Frankie Yankovic - In Heaven There is No Beer.mp3
Buy: Songs of the Polka King (1996)

Bonus! Neither this song nor this band have anything to do with Cleveland directly, but I love this lyric:

Pulling into Cleveland
In a seven-seater tour van.
There's 8 of us, I'm sleeping on the floor.

The guy that plays the banjo
Keeps on handing me the Old Crow,
Which multiplies my sorrow, I can't take it anymore.

Old 97's - Doreen.mp3
Buy: Hitchhike To Rhome (1999)

Friday, August 27, 2010

SRV 20 Years Later

In August of 1990 I was 17, getting ready to start my senior year in high school. That summer I attended my first huge concert at Alpine Valley, a rite of passage for kids growing up in Wisconsin. No, I did not attend Stevie Ray Vaughan's final concert on August 26/27, 1990. I was not a cool kid. I went to a Mötley Crüe-headlined Stars and Guitars tour, which included the likes of Joe Satriani, Tesla, and a few others smaller acts that I don't remember.

But I do vividly remember hearing about the death of Vaughan. He died in the early morning hours of August 27, due to a helicopter crashing in dense fog just after the Alpine Valley show. Vaughan's music was all over FM radio, and everyone seemed infected by it, even my boring parents. And how many times since then have I danced with some random dude to "Pride and Joy?" Especially when I lived in St. Louis and we would hang out at the Soulard blues clubs.

What got to me today after reading over several memorial blog posts is that fact that Vaughan was only 35 when he died. And now I am 37. Vaughan will always be this larger-than-life musician that I remember from my youth, and now that I am an adult, Vaughan's music still sounds as relevant, if not more so, than it did in 1990.

I was going to post some SRV MP3s, but Sony music holds the copyrights on SRV's catalog, and I am sure they would make google yank my post. So instead, here is video montage of SRV set to one of my favorite Vaughan songs, "Life by the Drop," off of The Sky Is Crying,an album of outtakes released posthumously in 1991. While Vaughan was mostly know for his killer electric blues riffs, this song also demonstrates Vaughan's prowess on acoustic guitar.

I'm going to go strum my guitar and remember SRV.

Wednesday, August 25, 2010

August Feel Bad For You

The monthly comp from the forum users at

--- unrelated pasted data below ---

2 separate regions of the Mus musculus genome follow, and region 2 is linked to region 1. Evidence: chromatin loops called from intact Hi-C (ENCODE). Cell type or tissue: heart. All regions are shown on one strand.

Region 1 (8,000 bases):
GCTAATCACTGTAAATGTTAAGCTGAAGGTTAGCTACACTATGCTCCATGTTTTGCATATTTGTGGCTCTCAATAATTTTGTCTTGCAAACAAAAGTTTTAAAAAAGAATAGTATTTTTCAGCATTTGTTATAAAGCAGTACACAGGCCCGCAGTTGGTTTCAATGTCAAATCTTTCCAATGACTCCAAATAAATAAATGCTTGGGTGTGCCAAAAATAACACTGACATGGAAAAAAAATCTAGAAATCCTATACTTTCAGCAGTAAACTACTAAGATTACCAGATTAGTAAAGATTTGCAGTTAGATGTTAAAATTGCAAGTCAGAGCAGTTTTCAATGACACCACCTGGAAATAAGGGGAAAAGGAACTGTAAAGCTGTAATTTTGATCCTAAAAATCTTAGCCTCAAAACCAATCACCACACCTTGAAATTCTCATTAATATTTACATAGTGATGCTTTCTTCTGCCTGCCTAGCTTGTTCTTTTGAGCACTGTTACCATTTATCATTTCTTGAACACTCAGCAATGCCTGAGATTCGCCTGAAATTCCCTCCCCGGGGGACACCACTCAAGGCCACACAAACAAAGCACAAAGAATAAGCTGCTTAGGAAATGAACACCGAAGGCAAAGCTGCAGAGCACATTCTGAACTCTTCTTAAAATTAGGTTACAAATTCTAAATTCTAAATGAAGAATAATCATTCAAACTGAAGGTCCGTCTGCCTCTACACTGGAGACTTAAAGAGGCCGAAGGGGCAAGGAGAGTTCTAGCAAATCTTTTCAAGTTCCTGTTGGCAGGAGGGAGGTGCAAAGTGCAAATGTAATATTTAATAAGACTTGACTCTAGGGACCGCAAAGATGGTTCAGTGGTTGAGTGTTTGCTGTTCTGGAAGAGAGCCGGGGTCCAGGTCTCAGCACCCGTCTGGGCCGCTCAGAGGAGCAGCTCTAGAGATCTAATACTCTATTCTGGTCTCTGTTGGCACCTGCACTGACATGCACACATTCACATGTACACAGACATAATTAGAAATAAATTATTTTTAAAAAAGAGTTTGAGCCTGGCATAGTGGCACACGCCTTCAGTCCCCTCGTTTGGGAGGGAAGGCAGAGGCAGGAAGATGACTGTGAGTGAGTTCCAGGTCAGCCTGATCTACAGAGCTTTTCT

Download the zipped comp for one week only.

1. Dave Gleason's Wasted Days - Rusty Ol' Halo.mp3
Buy: Just Fall To Pieces (2007)
Would love to see this band live. Great at rootsy Americana, straight ahead country, Stones-y rock n roll, they can do it all and do it good.

2. Delbert McClinton - "I Had A Real Good Time"
Cost Of Living (2005)
Another artist who can sing and play every kind of roots, and has been doing it for 50 years.

3. Doug Sahm - "Can't Fake It"
Hell of a Spell (1980)
Like McClinton does, Doug Sahm had country and blues in his soul. Nothing he couldn't do, he was Texas. Hell he was everything south of the line. Love the doo-wop backing on this cover. A master.

4. Paul Thorn - "Love Scar"
Pimps & Preachers (2010)
Haven't seen this new release mentioned on the board, so thought I'd throw out one of the prettier songs for the August FBFY.

5. Jetset Motel - Settle Up, Settle Down.mp3
Buy (CD Baby): Jetset Motel (2010)
Country-rockers from Toronto (although they're all Newfoundlanders). Pretty nice debut from them here, and they put one a great live show. And the bassist is a heck of a nice guy.

6. Sherman Downey - "Church Mouse"
Honey for Bees (2009)
West-cost Newfoundland folkie. Most of his songs are fairly upbeat, but with some introspective and thoughtful lyrics hiding under the danceable sound. Again, crazy good live show when he's with the full band.

7. Red Star Belgrade - "Under My Wheels"
Where The Sun Doesn't Shine (1996)

8. John Moreland - "Mississippi Moonlight"
First Demo (2006)

9. The Sadies - Tell Her Lies and Feed Her Candy.mp3
Buy: Precious Moments (1998)
Old school Sadies covering older school Porter Wagoner.

10. Good Lovelies - "Sleepwalkin’"
Good Lovelies (2009)
My new favorite band. From the Toronto area, they won a Juno (Canadian Grammy) this year for best Roots or Traditional Group.

11. Del McCoury, Doc Watson & Mac Wiseman - "The Old Account"
Mac, Doc & Del (1998)

12. Howe Gelb & A Band Of Gypsies - "Blood Orange"
Alegrías (2010)

13. Ryan Adams & The Cardinals - "September (alternate version)"
Jacksonville City Nights Rarities (2005)
Not sure where this is from but found this track on a rarities compilation and since I'd never heard it, I figured a few others probably haven't either. Far superior country rock version of this track.

14. Ryan Adams & The Cardinals - When The Wild Wind Blows.mp3
From: Elizabethtown Sessions (2005)
The best track off the otherwise middling Elizabethtown sessions bootleg.

15. Tim Easton - "Taken"